Income Funds in India provide to the investors regular income and also stability of capital. Income Funds in India usually invest their principal in securities of fixed income such as government securities, bonds, and corporate debentures. There are many mutual funds houses that have launched Income Funds in India. The advantage of Income Fund is that it provides regular income to the investor either on a monthly or quarterly basis. Further the advantage of Income Funds in India is that it also provides stability of capital to the investor. The bonds that are there in Income Funds are usually of the investment grade. The other bonds are of such credit quality that they assure the protection of the capital.

    If we compare the returns of some of the Income funds with that of fixed deposits, we find that in the long run, Income funds tend to do better. However, the below average return in last year for Income funds can be attributed to the recession. So, the future can be bright for short term too in case of Income funds as market is doing well.

    Income Funds Vs Fixed Deposits

      1-YR 3-YR 5-YR INCEPTION
    HDFC INCOME G 1.77% 9.12% 6.41% 8.24%
    Birla Sun Life Income Plus – G 1.86% 11.54% 8.6% 10.43%
    Canara Robeco Income-G 2.83% 13.6% 10.03% 9.24%
    State Bank of India (Fixed Deposit) 6.00% 6.50% 7.25% -


    Fixed Maturity Plans

    Fixed maturity plans are similar to FDs in that they have a pre-determined tenure (say 3 years like the maturity of an FD) ranging from a few weeks to a few years. The money is invested in fixed-income assets like certificate of deposits, commercial papers, money market instruments, corporate bonds; debentures of reputed companies or in securities issued by government of India and fixed deposits selected by the fund manager. These have lower risk of capital loss due to their investment in debt and money market instruments and are least exposed to interest rate risk as the fund holds the instruments till maturity getting a fixed rate of return. Here, fund managers primarily invest in AAA or such kind of good rated credit instruments with maturity profile of the securities in line with the maturity of the plan so there is also low credit risk with minimal liquidity risk involved. FMPs are schemes with a pre-specified tenure. The basic objective is to generate steady returns over a fixed period. Thus, investors are assured of returns if they stay in these products for the entire period.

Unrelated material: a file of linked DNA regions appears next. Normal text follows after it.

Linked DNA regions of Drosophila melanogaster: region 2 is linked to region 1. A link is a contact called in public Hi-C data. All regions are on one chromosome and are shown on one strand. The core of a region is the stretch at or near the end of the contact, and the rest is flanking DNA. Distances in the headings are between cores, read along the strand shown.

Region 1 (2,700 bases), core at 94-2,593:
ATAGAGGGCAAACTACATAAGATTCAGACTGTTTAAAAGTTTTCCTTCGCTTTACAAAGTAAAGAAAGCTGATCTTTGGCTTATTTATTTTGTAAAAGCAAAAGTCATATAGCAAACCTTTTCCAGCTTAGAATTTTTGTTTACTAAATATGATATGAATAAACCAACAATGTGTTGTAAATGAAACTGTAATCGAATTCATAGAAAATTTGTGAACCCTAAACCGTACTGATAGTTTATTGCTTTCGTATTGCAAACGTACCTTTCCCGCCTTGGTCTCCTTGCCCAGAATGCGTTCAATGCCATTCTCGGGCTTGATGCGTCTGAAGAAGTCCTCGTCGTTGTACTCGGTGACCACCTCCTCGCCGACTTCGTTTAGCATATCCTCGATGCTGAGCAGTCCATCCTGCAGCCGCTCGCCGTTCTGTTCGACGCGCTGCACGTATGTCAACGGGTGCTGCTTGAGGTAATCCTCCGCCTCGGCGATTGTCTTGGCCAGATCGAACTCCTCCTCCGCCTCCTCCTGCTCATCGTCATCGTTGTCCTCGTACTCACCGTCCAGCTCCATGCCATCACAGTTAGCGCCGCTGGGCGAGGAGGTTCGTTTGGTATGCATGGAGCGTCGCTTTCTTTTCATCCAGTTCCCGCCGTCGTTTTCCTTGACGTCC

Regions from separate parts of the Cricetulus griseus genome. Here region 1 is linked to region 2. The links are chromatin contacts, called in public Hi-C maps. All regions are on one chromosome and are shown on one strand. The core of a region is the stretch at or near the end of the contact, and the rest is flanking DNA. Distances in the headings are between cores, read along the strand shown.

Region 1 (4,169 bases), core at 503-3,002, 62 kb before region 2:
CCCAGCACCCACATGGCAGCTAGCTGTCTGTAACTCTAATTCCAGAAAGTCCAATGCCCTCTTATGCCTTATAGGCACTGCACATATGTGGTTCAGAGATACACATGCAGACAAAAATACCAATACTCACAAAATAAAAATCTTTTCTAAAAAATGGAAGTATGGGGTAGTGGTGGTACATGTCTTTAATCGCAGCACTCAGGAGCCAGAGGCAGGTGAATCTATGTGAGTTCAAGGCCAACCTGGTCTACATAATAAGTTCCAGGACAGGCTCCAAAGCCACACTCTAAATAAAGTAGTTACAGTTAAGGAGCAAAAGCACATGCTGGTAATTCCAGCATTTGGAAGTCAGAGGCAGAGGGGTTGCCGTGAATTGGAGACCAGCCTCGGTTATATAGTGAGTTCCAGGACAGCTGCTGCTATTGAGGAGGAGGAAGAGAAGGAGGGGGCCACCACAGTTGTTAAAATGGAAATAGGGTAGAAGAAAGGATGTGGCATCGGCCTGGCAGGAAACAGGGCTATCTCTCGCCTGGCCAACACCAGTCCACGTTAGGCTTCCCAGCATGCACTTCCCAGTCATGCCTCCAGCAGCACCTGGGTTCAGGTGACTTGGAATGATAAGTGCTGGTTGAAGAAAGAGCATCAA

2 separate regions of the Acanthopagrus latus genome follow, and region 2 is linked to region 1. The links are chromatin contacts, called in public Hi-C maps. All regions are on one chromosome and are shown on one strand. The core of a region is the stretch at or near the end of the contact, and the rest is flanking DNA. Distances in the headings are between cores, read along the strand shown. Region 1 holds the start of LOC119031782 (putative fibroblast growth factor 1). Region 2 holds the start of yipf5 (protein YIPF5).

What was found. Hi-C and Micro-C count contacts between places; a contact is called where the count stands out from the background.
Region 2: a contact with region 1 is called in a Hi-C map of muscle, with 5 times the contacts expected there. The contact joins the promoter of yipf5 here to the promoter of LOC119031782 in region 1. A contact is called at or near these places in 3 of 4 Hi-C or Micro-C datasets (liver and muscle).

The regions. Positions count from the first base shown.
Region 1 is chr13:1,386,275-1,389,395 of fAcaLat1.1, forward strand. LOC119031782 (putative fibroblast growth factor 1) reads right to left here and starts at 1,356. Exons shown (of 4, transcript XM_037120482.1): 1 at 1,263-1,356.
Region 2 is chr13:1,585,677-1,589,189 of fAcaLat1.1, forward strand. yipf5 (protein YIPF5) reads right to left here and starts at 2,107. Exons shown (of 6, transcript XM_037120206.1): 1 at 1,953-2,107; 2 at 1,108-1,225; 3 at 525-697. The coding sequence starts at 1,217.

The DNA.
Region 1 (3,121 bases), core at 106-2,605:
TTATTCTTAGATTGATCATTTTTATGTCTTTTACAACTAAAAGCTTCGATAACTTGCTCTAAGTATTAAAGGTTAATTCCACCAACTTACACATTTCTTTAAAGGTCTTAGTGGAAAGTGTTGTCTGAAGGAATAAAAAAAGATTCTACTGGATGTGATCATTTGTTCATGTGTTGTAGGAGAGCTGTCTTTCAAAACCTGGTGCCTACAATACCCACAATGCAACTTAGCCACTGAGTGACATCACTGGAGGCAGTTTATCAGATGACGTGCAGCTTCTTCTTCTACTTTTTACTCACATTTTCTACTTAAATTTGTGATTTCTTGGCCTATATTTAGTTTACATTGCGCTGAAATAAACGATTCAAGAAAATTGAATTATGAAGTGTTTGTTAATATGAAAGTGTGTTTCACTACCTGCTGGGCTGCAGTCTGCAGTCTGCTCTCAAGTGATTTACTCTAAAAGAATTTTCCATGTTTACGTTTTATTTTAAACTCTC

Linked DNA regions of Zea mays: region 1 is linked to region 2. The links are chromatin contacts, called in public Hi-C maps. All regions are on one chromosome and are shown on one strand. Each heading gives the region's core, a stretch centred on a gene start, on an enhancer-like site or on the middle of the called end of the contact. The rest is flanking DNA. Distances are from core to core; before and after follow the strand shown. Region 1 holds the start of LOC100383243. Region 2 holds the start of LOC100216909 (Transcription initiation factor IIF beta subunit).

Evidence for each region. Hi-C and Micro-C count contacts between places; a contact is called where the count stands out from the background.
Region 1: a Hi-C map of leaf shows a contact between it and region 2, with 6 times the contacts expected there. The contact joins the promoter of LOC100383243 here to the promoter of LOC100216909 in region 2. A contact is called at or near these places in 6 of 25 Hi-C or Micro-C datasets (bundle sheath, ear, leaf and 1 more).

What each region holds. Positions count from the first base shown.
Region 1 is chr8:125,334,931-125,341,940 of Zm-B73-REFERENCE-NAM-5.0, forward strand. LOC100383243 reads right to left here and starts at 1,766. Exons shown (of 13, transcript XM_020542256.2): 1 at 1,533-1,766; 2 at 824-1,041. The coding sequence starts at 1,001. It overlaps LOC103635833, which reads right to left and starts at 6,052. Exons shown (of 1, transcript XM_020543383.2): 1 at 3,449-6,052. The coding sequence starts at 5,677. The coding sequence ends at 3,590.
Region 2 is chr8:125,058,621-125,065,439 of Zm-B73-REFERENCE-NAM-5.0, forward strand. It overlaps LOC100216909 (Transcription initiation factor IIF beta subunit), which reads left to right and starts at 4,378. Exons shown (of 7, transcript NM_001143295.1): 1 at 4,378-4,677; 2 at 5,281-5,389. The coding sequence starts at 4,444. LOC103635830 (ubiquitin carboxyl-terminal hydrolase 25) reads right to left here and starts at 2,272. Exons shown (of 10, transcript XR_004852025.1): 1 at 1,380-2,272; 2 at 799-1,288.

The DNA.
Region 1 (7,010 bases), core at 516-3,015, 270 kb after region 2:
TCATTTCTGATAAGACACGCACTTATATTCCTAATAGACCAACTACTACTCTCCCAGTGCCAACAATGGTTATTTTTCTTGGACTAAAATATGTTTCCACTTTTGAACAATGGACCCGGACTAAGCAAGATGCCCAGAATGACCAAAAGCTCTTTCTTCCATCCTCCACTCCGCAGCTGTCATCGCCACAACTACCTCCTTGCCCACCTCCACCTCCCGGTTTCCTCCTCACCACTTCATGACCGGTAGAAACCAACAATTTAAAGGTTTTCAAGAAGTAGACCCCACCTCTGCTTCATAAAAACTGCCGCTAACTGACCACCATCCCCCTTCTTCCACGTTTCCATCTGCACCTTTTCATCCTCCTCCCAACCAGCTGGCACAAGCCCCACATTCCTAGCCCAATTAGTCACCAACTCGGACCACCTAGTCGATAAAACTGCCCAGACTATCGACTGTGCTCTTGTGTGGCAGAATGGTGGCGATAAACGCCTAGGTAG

Since these products are of different maturities, investors have the option of buying schemes that suit their requirements. FMPs have better tax efficiencies whether you invest in the short term or in the long term. The long-term capital gains (investment of more than a year) enjoy indexation benefit (Indexation is a technique to adjust income payments by means of a price Index , in order to maintain the purchasing power of the public after inflation).Importantly, if you stay invested for just over a year, there are double indexation benefits. For instance, if you buy an FMP of 14 months in February 2010, scheme will mature in April, 2011. In this case, the investor will get inflation indexation benefits for the years 2009-10 and 2011-12. So, the main advantage of FMP's is that you can take into account inflation while calculating your taxes which means that your after-tax return may be superior to FDs, especially if you lie in the top income tax bracket. In case of short-term capital tax, it is similar to interest income from bank fixed deposits. The returns are added to the income of the investor and taxed as per his/her slab.

    The major drawback with FMPs is that the latter does not assure you any guaranteed returns. However, while buying it, one can look at the returns that are being offered at a particular time. Moreover, these schemes are not-so liquid since they have to be listed at the stock exchanges, exiting before the scheme matures is difficult.

    FMP’s are investment options for sure if you want to park your money for short term. They are more tax efficient and give better post-tax returns. Though returns are not 100% guaranteed, they are almost risk free (remember almost). One may ask if FMP does really give better than returns then FD’s and practically as safe as FD’s why people don’t invest in these. The answer is that there is no awareness among people and they have less risk taking attitude.

    1 Comment

One Response to “Alternatives To Fixed Deposits”

  1. Mutual funds are so much market linked that it is very difficult to predict the return